In Hear This, A.V. Club writers sing the praises of songs they know well. This time around, for Sesame Street Week, we’re picking our favorite songs from the much-loved show.
When I was about 4 or 5 years old, one of my favorite songs was a Bruce Springsteen parody, although I had no idea of it at the time. And over a decade later, when I heard Springsteen for the “first” time, I felt an instant affinity for his music. “Yes,” I thought. “This is good. This is something I like.” Maybe it’s not as functional as learning how to count or as profound as learning how to love, but I do believe that Sesame Street instilled that in me.
The song was “Born To Add,” the title track on Born To Add: The Great Rock & Roll From Sesame Street. We had a few Sesame Street LPs in the house, but Born To Add was my favorite thing to flail around the living room to, punching and kicking the air and whipping my little blonde pigtails back and forth. The album cover is a parody of Born To Run, with Cookie Monster as Clarence Clemons and Bert as The Boss, and the record includes both original rock songs and Rolling Stones and Beatles parodies (although the Beatles ones were later removed for legal reasons), alongside the title track by “Bruce Stringbean And The S. Street Band.”
Sung by Sesame Street pop specialist Christopher Cerf, “Born To Add” isn’t a straight cover of “Born To Run,” but that’s actually one of its strengths. Instead, it’s a loose melody drawing from several songs from Born To Run, notably “Jungleland”—clearly the inspiration for the“Born To Add” opening piano line—and “Born To Run” itself, synthesizing their elements into something vague but instantly recognizable as “a Springsteen song.” “Born To Add” is energetic, upbeat, and catchy, and its two-minute, 42-second running time flies by, propelled by piano, xylophone, and a driving drumbeat. Does that two-minute, 42-second running time include a saxophone solo? Of course it does.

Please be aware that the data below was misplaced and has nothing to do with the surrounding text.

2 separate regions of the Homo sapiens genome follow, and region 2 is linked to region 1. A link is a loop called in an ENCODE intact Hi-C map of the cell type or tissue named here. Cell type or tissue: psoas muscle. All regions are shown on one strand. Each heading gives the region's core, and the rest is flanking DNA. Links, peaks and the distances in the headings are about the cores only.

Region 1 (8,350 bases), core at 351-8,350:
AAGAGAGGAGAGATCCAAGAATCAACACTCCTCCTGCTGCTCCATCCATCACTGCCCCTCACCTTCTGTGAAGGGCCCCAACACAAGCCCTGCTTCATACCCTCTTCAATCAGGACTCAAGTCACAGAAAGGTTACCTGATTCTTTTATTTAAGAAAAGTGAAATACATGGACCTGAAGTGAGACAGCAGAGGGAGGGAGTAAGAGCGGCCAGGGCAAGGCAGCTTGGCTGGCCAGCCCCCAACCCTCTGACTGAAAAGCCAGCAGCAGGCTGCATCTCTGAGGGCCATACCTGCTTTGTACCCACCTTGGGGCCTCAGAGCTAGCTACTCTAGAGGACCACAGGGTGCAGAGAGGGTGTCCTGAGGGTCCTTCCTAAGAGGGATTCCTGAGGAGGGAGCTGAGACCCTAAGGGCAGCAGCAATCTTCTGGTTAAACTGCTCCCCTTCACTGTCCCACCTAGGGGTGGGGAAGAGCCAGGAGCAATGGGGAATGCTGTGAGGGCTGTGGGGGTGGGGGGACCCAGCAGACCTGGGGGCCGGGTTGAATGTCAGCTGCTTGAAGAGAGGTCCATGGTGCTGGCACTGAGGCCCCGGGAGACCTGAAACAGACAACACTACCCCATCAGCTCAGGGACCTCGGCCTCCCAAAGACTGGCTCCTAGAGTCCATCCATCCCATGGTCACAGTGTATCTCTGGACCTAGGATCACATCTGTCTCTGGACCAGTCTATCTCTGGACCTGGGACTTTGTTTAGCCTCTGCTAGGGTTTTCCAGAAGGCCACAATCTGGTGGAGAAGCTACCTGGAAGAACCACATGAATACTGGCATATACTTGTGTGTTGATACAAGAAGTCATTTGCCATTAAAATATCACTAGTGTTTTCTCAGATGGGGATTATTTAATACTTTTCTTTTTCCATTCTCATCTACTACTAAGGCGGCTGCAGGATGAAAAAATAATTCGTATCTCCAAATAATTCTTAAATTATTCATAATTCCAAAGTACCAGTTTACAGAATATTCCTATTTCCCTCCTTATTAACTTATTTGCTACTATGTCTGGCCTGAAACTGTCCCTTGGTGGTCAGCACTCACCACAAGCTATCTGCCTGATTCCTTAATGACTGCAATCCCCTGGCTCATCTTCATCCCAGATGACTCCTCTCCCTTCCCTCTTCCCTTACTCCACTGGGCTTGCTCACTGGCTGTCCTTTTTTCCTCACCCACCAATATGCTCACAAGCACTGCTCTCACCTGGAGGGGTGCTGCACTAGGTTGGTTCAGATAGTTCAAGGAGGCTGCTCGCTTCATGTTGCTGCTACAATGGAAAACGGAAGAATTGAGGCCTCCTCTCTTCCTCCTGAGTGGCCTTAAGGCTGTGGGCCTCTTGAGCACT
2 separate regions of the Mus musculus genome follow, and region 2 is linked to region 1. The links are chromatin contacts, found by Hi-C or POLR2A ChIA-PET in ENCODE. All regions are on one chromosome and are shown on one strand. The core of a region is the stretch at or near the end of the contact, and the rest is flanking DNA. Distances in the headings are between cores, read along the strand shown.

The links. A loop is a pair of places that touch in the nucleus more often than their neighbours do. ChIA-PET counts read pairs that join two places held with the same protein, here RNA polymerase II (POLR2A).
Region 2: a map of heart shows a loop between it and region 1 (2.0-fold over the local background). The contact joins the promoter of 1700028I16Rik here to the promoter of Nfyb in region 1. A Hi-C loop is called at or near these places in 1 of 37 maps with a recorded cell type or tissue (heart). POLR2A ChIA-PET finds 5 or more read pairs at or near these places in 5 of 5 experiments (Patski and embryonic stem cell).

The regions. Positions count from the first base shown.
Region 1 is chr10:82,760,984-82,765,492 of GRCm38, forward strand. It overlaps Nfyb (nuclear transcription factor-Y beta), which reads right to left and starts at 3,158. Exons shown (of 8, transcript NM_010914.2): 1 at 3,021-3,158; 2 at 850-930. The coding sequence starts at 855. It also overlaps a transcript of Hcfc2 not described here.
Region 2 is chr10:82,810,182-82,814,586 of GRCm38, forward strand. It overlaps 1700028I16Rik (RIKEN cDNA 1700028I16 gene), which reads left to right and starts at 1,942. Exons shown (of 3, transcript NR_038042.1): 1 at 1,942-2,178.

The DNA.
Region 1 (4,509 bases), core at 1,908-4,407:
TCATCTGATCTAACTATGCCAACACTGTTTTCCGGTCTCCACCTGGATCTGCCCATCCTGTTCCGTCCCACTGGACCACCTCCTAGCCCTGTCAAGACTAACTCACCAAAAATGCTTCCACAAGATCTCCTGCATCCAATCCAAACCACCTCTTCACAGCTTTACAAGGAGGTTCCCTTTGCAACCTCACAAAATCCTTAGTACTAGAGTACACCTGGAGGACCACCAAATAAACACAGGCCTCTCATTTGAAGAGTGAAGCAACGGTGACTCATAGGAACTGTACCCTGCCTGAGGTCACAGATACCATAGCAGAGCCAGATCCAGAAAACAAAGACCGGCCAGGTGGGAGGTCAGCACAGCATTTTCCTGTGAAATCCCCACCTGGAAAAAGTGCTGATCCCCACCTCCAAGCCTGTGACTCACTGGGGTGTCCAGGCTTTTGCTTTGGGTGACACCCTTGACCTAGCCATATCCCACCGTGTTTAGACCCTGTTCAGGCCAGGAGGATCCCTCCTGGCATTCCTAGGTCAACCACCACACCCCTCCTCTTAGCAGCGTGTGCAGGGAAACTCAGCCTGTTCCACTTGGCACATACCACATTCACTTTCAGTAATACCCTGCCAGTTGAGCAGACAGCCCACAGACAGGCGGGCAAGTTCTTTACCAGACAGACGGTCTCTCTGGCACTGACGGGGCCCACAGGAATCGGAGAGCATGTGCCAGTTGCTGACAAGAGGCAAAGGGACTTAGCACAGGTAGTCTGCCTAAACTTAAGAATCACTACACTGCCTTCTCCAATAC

The lyrics are also vintage Springsteen, a tale of misunderstood youth (“There’s a lot of us adders on the Jersey Shore / Out here it’s the thing to be”) expressing themselves by adding together everything they can find. But the Man doesn’t like this display of freedom and fundamental math skills (“Now some say that screaming one plus one all night / Means we’re thoughtless, cruel, and bad”). So the cops get involved (“One and two and three police persons spring out of the shadows / Down the corner comes one more”), but our proud Jersey adders just add them up too (“And we scream into that city night, three plus one makes four! / Well, they seem to think we’re disturbing the peace / But we won’t let ’em make us sad / ’Cause kids like you and me baby, we were born to add”).
As Springsteen fans know, then comes the “woah-oh-a-ooohhhh” part, one area where Cerf unfortunately can’t match the raw power of Springsteen’s vocals. But that certainly doesn’t spoil the giddy rock ’n’ roll fun of the song, which is a a perfect example of the Muppets’ skill in making something that children and adults can enjoy without pandering to either of them. It’s both educational and a solid Springsteen tribute, which is probably why Seattle alternative station KEXP kept Born To Add in its rotation for several years.